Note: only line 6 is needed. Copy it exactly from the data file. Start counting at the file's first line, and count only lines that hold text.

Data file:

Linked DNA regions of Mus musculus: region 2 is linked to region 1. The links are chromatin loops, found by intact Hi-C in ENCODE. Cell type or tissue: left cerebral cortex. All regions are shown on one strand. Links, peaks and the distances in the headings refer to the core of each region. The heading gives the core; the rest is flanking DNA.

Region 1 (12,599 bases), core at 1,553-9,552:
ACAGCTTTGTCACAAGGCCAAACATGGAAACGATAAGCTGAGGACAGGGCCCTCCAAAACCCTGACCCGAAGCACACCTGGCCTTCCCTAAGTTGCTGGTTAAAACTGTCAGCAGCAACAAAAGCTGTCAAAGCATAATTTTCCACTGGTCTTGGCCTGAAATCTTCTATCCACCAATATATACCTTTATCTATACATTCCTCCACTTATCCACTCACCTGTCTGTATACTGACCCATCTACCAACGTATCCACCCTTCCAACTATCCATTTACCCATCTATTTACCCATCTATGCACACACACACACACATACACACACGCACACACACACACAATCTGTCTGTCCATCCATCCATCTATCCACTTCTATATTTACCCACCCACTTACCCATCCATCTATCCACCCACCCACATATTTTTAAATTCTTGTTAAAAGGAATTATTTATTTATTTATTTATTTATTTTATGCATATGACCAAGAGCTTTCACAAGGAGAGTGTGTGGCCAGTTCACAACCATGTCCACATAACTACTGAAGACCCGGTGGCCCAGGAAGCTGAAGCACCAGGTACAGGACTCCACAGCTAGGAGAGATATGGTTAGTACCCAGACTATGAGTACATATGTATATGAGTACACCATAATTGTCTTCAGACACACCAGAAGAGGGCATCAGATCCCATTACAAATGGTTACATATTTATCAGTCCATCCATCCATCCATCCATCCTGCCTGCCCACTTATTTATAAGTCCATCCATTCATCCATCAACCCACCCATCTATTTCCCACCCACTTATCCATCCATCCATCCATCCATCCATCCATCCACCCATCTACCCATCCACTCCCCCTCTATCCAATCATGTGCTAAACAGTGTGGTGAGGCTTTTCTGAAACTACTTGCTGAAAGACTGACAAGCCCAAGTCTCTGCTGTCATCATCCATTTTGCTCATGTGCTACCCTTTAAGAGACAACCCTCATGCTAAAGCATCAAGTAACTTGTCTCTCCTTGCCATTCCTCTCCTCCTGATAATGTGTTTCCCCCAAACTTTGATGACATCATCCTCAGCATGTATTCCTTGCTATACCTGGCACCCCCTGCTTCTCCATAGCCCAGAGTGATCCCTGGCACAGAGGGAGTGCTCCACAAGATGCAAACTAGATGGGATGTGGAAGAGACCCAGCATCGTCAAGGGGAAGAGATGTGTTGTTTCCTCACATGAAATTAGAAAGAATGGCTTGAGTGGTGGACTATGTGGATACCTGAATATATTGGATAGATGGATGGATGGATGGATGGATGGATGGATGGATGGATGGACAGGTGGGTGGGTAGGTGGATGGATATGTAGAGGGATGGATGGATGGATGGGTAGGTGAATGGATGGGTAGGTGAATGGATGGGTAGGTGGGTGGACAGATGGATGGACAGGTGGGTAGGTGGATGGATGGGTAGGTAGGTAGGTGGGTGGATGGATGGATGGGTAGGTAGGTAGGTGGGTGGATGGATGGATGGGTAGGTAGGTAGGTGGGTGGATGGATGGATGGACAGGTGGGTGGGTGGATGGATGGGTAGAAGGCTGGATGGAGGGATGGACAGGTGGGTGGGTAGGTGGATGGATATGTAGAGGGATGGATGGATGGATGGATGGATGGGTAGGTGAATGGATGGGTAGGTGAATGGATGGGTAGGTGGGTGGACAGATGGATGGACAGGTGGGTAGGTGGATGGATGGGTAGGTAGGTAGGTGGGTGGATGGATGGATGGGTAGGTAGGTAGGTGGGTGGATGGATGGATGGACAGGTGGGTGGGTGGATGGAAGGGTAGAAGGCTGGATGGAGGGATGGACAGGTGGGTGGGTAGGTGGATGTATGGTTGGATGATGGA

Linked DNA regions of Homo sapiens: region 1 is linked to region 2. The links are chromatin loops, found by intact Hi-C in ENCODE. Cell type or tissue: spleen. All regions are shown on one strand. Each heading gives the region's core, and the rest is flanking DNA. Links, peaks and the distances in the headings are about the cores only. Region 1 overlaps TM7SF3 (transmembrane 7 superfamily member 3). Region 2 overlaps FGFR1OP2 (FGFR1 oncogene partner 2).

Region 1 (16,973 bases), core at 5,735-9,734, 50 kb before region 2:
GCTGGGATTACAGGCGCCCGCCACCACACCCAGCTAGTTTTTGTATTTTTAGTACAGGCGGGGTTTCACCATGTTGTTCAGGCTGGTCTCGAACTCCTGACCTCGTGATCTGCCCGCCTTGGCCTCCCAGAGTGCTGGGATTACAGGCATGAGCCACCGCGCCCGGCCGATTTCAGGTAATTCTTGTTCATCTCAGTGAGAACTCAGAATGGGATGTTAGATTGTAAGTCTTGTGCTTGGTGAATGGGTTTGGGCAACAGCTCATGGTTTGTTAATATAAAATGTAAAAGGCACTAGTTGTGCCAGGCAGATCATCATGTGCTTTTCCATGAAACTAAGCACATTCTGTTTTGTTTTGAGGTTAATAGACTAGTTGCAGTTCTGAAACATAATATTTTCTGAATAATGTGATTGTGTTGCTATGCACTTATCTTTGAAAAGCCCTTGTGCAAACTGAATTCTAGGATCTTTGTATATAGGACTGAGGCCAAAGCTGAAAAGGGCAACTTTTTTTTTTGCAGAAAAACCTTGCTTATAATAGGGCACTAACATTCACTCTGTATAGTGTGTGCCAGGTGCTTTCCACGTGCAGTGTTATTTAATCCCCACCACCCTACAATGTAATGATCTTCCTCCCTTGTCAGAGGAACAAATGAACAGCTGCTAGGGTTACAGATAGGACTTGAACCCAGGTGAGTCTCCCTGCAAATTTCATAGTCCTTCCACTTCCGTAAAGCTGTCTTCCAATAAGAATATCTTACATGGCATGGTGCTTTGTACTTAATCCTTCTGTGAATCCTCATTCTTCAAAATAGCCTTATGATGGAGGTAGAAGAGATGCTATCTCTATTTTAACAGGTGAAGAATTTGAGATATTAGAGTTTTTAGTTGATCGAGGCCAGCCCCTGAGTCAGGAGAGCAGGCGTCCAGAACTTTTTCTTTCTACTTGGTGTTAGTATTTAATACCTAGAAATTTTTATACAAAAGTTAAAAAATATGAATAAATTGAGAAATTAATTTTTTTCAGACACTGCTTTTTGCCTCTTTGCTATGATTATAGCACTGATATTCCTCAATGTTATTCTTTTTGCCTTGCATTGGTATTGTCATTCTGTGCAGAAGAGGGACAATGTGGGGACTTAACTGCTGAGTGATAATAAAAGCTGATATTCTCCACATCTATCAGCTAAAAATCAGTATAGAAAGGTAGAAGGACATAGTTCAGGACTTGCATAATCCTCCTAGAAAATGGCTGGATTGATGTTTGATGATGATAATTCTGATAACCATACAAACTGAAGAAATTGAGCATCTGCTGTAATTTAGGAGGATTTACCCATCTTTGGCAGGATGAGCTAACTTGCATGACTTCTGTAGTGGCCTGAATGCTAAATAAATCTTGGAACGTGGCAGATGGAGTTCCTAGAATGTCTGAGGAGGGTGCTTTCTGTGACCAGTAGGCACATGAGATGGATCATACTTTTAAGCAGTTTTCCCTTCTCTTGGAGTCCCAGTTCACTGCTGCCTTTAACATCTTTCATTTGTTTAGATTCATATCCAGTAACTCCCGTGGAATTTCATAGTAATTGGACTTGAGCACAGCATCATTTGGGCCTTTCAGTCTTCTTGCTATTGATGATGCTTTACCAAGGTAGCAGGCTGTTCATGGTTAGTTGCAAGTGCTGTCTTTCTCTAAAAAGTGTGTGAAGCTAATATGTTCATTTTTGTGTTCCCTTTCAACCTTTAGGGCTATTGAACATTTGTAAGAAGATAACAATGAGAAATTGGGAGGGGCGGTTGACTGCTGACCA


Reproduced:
GCTGGGATTACAGGCGCCCGCCACCACACCCAGCTAGTTTTTGTATTTTTAGTACAGGCGGGGTTTCACCATGTTGTTCAGGCTGGTCTCGAACTCCTGACCTCGTGATCTGCCCGCCTTGGCCTCCCAGAGTGCTGGGATTACAGGCATGAGCCACCGCGCCCGGCCGATTTCAGGTAATTCTTGTTCATCTCAGTGAGAACTCAGAATGGGATGTTAGATTGTAAGTCTTGTGCTTGGTGAATGGGTTTGGGCAACAGCTCATGGTTTGTTAATATAAAATGTAAAAGGCACTAGTTGTGCCAGGCAGATCATCATGTGCTTTTCCATGAAACTAAGCACATTCTGTTTTGTTTTGAGGTTAATAGACTAGTTGCAGTTCTGAAACATAATATTTTCTGAATAATGTGATTGTGTTGCTATGCACTTATCTTTGAAAAGCCCTTGTGCAAACTGAATTCTAGGATCTTTGTATATAGGACTGAGGCCAAAGCTGAAAAGGGCAACTTTTTTTTTTGCAGAAAAACCTTGCTTATAATAGGGCACTAACATTCACTCTGTATAGTGTGTGCCAGGTGCTTTCCACGTGCAGTGTTATTTAATCCCCACCACCCTACAATGTAATGATCTTCCTCCCTTGTCAGAGGAACAAATGAACAGCTGCTAGGGTTACAGATAGGACTTGAACCCAGGTGAGTCTCCCTGCAAATTTCATAGTCCTTCCACTTCCGTAAAGCTGTCTTCCAATAAGAATATCTTACATGGCATGGTGCTTTGTACTTAATCCTTCTGTGAATCCTCATTCTTCAAAATAGCCTTATGATGGAGGTAGAAGAGATGCTATCTCTATTTTAACAGGTGAAGAATTTGAGATATTAGAGTTTTTAGTTGATCGAGGCCAGCCCCTGAGTCAGGAGAGCAGGCGTCCAGAACTTTTTCTTTCTACTTGGTGTTAGTATTTAATACCTAGAAATTTTTATACAAAAGTTAAAAAATATGAATAAATTGAGAAATTAATTTTTTTCAGACACTGCTTTTTGCCTCTTTGCTATGATTATAGCACTGATATTCCTCAATGTTATTCTTTTTGCCTTGCATTGGTATTGTCATTCTGTGCAGAAGAGGGACAATGTGGGGACTTAACTGCTGAGTGATAATAAAAGCTGATATTCTCCACATCTATCAGCTAAAAATCAGTATAGAAAGGTAGAAGGACATAGTTCAGGACTTGCATAATCCTCCTAGAAAATGGCTGGATTGATGTTTGATGATGATAATTCTGATAACCATACAAACTGAAGAAATTGAGCATCTGCTGTAATTTAGGAGGATTTACCCATCTTTGGCAGGATGAGCTAACTTGCATGACTTCTGTAGTGGCCTGAATGCTAAATAAATCTTGGAACGTGGCAGATGGAGTTCCTAGAATGTCTGAGGAGGGTGCTTTCTGTGACCAGTAGGCACATGAGATGGATCATACTTTTAAGCAGTTTTCCCTTCTCTTGGAGTCCCAGTTCACTGCTGCCTTTAACATCTTTCATTTGTTTAGATTCATATCCAGTAACTCCCGTGGAATTTCATAGTAATTGGACTTGAGCACAGCATCATTTGGGCCTTTCAGTCTTCTTGCTATTGATGATGCTTTACCAAGGTAGCAGGCTGTTCATGGTTAGTTGCAAGTGCTGTCTTTCTCTAAAAAGTGTGTGAAGCTAATATGTTCATTTTTGTGTTCCCTTTCAACCTTTAGGGCTATTGAACATTTGTAAGAAGATAACAATGAGAAATTGGGAGGGGCGGTTGACTGCTGACCA